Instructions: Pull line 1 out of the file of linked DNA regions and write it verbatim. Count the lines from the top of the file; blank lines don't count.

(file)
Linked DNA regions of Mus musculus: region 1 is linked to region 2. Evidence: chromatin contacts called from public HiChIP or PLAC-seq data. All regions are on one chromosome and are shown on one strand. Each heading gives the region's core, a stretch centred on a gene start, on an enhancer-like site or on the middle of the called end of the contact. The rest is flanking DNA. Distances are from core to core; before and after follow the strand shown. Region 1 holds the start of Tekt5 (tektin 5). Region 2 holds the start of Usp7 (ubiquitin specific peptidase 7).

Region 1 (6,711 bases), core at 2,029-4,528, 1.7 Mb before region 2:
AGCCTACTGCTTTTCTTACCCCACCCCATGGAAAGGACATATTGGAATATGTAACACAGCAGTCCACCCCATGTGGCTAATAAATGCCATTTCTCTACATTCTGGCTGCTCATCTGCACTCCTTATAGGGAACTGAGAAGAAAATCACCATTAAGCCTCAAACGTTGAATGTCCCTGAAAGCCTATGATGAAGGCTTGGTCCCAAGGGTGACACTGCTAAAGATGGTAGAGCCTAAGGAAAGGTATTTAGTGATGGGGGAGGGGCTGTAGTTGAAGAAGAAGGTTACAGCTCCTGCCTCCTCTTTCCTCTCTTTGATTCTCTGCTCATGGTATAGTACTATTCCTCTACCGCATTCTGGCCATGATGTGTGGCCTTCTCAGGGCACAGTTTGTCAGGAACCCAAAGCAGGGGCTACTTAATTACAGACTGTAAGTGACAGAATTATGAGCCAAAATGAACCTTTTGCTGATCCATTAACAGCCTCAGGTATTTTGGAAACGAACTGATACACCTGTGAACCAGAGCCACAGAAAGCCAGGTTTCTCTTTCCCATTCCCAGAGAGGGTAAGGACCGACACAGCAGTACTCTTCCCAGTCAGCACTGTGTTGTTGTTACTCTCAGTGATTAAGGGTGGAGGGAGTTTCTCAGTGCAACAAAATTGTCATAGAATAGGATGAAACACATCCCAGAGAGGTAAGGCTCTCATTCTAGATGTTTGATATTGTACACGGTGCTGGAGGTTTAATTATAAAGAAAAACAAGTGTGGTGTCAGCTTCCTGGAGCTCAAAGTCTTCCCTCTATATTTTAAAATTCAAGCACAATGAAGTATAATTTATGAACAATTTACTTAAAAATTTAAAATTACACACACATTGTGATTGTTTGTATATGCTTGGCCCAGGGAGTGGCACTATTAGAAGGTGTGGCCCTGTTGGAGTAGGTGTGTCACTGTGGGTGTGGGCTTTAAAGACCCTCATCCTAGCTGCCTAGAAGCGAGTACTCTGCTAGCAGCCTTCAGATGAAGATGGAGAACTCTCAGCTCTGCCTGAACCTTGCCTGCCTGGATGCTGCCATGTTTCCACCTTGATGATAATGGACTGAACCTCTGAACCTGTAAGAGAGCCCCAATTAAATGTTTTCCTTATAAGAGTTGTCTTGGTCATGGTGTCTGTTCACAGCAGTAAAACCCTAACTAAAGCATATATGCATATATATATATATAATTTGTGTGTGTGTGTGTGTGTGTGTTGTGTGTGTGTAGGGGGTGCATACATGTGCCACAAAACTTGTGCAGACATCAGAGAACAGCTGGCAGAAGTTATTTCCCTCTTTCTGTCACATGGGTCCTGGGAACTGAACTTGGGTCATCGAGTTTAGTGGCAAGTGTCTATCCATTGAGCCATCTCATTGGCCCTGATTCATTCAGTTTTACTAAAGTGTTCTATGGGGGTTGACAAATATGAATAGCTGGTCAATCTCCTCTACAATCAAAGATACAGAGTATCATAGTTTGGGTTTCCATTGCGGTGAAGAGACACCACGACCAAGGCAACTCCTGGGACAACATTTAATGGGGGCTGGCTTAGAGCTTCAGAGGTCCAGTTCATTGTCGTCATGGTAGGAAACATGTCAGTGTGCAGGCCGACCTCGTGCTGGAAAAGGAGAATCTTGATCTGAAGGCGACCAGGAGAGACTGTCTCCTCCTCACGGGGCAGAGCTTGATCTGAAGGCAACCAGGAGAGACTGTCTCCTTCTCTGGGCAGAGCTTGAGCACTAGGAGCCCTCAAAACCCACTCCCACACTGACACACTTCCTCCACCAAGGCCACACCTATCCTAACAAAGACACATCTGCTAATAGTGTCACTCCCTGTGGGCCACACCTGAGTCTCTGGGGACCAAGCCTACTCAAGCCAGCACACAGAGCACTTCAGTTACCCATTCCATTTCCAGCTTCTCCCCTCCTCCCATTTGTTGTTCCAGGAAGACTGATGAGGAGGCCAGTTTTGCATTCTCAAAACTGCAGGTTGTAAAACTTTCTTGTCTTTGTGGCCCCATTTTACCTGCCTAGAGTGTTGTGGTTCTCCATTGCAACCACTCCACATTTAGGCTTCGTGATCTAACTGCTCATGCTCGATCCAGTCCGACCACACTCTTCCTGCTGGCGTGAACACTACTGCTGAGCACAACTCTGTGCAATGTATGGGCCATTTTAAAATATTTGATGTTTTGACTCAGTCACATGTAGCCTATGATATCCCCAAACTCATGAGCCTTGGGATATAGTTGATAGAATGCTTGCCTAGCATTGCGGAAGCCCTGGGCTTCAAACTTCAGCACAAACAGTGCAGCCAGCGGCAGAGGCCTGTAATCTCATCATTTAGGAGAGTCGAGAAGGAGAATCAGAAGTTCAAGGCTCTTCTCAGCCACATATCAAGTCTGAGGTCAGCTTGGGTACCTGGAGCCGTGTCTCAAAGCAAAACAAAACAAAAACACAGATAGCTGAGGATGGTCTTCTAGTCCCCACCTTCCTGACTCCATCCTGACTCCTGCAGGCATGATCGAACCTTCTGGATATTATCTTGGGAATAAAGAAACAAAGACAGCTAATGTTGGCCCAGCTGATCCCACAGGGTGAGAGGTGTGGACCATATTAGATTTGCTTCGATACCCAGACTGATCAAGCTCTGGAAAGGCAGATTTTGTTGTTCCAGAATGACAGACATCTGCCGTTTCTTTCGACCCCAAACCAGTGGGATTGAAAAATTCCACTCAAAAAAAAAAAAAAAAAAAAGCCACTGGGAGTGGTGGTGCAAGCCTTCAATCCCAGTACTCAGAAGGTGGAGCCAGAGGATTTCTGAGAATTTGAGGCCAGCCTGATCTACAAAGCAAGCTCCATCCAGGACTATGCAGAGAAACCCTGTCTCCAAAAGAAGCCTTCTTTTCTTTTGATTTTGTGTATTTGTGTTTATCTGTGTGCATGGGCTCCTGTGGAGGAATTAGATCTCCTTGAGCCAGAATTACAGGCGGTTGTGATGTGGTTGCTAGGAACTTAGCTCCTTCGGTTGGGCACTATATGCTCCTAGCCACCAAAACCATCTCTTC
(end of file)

Linked DNA regions of Mus musculus: region 1 is linked to region 2. Evidence: chromatin contacts called from public HiChIP or PLAC-seq data. All regions are on one chromosome and are shown on one strand. Each heading gives the region's core, a stretch centred on a gene start, on an enhancer-like site or on the middle of the called end of the contact. The rest is flanking DNA. Distances are from core to core; before and after follow the strand shown. Region 1 holds the start of Tekt5 (tektin 5). Region 2 holds the start of Usp7 (ubiquitin specific peptidase 7).